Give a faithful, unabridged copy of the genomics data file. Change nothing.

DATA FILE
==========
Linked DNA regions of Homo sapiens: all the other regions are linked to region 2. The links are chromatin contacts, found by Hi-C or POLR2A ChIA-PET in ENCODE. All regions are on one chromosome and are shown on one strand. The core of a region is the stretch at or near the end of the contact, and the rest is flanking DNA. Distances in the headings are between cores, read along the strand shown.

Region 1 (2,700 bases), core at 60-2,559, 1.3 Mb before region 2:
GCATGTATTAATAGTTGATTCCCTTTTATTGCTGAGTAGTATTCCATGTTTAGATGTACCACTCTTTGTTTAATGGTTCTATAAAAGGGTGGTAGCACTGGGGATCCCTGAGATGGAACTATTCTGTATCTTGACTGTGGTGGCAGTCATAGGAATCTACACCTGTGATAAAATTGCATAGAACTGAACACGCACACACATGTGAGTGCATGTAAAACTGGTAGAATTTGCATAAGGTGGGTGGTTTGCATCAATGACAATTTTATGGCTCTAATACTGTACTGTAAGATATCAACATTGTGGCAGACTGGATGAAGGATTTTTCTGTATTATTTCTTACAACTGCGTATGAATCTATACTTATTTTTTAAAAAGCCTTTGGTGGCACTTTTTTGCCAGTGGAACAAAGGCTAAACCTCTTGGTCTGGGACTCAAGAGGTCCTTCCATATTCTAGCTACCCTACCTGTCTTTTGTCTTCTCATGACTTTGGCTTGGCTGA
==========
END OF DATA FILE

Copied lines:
Linked DNA regions of Homo sapiens: all the other regions are linked to region 2. The links are chromatin contacts, found by Hi-C or POLR2A ChIA-PET in ENCODE. All regions are on one chromosome and are shown on one strand. The core of a region is the stretch at or near the end of the contact, and the rest is flanking DNA. Distances in the headings are between cores, read along the strand shown.

Region 1 (2,700 bases), core at 60-2,559, 1.3 Mb before region 2:
GCATGTATTAATAGTTGATTCCCTTTTATTGCTGAGTAGTATTCCATGTTTAGATGTACCACTCTTTGTTTAATGGTTCTATAAAAGGGTGGTAGCACTGGGGATCCCTGAGATGGAACTATTCTGTATCTTGACTGTGGTGGCAGTCATAGGAATCTACACCTGTGATAAAATTGCATAGAACTGAACACGCACACACATGTGAGTGCATGTAAAACTGGTAGAATTTGCATAAGGTGGGTGGTTTGCATCAATGACAATTTTATGGCTCTAATACTGTACTGTAAGATATCAACATTGTGGCAGACTGGATGAAGGATTTTTCTGTATTATTTCTTACAACTGCGTATGAATCTATACTTATTTTTTAAAAAGCCTTTGGTGGCACTTTTTTGCCAGTGGAACAAAGGCTAAACCTCTTGGTCTGGGACTCAAGAGGTCCTTCCATATTCTAGCTACCCTACCTGTCTTTTGTCTTCTCATGACTTTGGCTTGGCTGA